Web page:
Harnessing Big Data:
As more "big data" sources become available, extended warranty administrators can expand from break/fix into highly customized offerings, preventative maintenance and product monitoring services. But first they will have to decide what data is both meaningful and reliable.
For decades, the extended warranty business has been centered around one value proposition: What are the odds of a product needing a repair, and what is the average cost likely to be?
Multiply those together, and you have an estimate of the break-even price of an extended warranty for both the consumer and the provider. Then, if a repair is eventually needed, the consumer wins the bet and the provider spreads his loses over all the service contracts that expire unused.
Big data is going to radically change this equation, according to Aleem Lakhani, executive vice president at AMT Warranty, a unit of AmTrust Financial Services Inc., and a longtime sponsor of this newsletter. Big data is going to drive providers into deeper relationships with consumers, based not only around the odds of needing break/fix services, but also into services in general.
For instance, once a washing machine gains an operating system and a Wi-Fi connection to the Internet, it can be monitored remotely and breakdowns can be predicted in advance. Or they could be prevented entirely, through a cleaning of the hardware or a modification to the software.
The administrator of such a service could also monitor usage, and could feed that data back to the manufacturer for use by product designers. Or it could be fed to retailers, who would know when it's time to pitch a replacement, or perhaps merely when it's time to buy more detergent.
Total Change of Focus
It's a total change of focus for the third party administrator, from managing the sale of the contract and then the break/fix episodes, to managing the relationships between the buyer, seller, and manufacturer of the product, and all the data that results from those relationships. Lakhani explains the concept with a Venn diagram consisting of four overlapping circles:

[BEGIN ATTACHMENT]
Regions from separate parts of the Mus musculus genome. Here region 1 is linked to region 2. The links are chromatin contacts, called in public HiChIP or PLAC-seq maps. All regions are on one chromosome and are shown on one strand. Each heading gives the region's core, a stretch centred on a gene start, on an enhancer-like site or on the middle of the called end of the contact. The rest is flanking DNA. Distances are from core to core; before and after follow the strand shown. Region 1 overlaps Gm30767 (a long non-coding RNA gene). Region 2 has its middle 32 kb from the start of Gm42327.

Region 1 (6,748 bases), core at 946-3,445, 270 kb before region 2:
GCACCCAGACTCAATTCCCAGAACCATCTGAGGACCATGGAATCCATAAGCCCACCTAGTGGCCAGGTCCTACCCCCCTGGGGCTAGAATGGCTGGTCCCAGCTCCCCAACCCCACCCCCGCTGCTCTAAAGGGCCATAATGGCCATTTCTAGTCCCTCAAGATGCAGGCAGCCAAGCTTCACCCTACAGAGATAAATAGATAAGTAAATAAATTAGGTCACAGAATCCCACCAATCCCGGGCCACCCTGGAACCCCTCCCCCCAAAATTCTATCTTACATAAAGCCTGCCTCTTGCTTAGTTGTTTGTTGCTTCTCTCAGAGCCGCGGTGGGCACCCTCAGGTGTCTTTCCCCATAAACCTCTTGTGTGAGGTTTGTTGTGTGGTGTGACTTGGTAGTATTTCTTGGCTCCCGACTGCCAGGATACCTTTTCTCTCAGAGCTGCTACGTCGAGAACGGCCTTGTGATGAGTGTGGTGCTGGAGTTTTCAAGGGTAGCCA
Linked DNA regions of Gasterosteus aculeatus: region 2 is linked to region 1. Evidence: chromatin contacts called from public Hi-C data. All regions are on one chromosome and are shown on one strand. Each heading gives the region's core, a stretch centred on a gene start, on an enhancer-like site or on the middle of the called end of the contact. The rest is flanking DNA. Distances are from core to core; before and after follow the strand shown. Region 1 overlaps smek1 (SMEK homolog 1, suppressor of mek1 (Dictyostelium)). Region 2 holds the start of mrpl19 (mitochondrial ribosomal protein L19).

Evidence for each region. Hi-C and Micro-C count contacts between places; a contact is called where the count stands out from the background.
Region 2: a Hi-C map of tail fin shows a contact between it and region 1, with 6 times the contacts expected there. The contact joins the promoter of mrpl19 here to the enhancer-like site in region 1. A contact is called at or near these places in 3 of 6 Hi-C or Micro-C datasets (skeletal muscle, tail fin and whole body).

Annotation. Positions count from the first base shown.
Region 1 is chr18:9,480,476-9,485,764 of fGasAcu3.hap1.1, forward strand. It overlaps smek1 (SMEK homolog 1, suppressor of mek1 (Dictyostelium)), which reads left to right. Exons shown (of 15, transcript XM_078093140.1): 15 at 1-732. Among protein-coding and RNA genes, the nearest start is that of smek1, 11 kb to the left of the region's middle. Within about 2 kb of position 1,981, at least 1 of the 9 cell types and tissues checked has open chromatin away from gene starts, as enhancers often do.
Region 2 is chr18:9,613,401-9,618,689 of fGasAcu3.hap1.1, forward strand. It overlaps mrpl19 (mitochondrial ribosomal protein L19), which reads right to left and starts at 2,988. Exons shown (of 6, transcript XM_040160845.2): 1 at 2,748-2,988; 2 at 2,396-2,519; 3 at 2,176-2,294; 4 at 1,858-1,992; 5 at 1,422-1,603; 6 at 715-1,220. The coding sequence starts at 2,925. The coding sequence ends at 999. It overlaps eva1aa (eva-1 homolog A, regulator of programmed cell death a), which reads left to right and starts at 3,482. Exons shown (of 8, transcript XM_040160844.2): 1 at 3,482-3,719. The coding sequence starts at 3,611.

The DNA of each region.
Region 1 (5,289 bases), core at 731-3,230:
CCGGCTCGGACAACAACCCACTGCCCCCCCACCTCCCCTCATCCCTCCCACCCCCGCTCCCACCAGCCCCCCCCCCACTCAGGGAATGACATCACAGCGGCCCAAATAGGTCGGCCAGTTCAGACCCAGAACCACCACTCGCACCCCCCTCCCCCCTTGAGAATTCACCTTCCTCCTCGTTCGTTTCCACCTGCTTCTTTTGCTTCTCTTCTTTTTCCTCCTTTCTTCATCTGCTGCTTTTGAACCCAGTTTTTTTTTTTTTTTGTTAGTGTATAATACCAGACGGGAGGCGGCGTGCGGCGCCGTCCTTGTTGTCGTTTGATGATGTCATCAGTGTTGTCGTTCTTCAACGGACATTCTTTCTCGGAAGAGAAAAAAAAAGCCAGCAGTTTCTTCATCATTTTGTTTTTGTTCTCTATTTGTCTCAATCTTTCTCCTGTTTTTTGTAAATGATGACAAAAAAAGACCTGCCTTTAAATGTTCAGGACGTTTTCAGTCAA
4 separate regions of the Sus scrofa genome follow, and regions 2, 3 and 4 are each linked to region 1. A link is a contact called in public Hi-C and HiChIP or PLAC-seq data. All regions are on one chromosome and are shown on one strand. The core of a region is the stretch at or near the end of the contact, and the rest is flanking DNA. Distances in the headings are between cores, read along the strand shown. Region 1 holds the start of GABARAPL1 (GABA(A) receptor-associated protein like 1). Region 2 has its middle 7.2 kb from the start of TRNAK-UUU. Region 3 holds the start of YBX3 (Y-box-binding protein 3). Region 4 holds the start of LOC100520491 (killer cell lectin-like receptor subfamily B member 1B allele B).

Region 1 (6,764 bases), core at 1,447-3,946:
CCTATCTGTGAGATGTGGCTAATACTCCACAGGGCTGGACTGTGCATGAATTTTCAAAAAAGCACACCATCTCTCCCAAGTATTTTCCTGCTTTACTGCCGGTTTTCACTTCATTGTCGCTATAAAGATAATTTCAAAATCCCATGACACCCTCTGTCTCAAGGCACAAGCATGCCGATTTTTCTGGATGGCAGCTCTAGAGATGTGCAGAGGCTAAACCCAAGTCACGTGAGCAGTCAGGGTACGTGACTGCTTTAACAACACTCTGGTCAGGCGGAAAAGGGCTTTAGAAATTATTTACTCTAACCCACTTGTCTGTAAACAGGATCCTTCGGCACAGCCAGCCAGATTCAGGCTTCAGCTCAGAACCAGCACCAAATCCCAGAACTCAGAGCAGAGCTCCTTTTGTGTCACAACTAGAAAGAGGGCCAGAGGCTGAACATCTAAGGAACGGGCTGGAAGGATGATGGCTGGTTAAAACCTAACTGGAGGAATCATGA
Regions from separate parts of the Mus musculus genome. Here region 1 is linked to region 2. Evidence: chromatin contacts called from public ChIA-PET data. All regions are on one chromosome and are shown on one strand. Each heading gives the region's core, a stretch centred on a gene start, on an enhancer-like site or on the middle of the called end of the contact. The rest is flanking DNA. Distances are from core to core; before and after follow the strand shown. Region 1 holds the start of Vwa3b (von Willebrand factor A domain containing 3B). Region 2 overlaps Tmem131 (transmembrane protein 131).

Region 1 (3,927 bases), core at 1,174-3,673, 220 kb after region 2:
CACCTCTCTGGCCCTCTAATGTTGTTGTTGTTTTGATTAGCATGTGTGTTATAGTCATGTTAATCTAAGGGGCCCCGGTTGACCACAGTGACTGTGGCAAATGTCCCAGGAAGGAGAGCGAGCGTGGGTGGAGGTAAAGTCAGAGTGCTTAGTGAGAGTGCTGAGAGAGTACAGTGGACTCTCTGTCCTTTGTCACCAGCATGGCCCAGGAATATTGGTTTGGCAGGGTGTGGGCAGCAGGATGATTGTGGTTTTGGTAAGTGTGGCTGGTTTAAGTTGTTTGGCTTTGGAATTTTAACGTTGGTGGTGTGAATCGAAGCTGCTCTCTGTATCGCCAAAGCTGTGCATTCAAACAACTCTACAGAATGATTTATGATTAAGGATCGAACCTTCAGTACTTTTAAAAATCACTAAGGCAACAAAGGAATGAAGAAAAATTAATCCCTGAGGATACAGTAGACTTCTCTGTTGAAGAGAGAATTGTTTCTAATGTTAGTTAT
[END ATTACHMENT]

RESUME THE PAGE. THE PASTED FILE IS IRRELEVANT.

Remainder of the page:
Harnessing Big Data
The Big Picture
"Traditionally, as a TPA or as a carrier, we have been focused on transactional-level information, or ERP information. So it's very one to one," Lakhani said. "Something's sold, and there's a warranty attached to it. And then we look at the data across the lifecycle, initially for purposes of sales reporting and actuarial analysis."
Then there was more data, and more reporting, and eventually more analysis. But it was still aimed at that central question: Is this the right price for that extended warranty, or are we losing money in the long run?
"We were just churning the same data with a different view," Lakhani said. "We weren't digging into it, asking, what does this illuminate? What does it tell us? We didn't get into major trending or observations."
Frequency and Severity
Then the next evolution in our industry came when the actuaries looked at the data, probing it in terms of frequency and severity, on the age of the product and the month in which the contract was sold. Then they took it to the next level.
"They began to ask," he said, "'What does this mean for mean time to failure, for how we provision partnerships with parts distributors, so that the logistics were most optimally configured, and so that our partners had as much of our data, so they could plan inventory, service capabilities, service level agreements, and scope of territorial coverage for parts and brands?'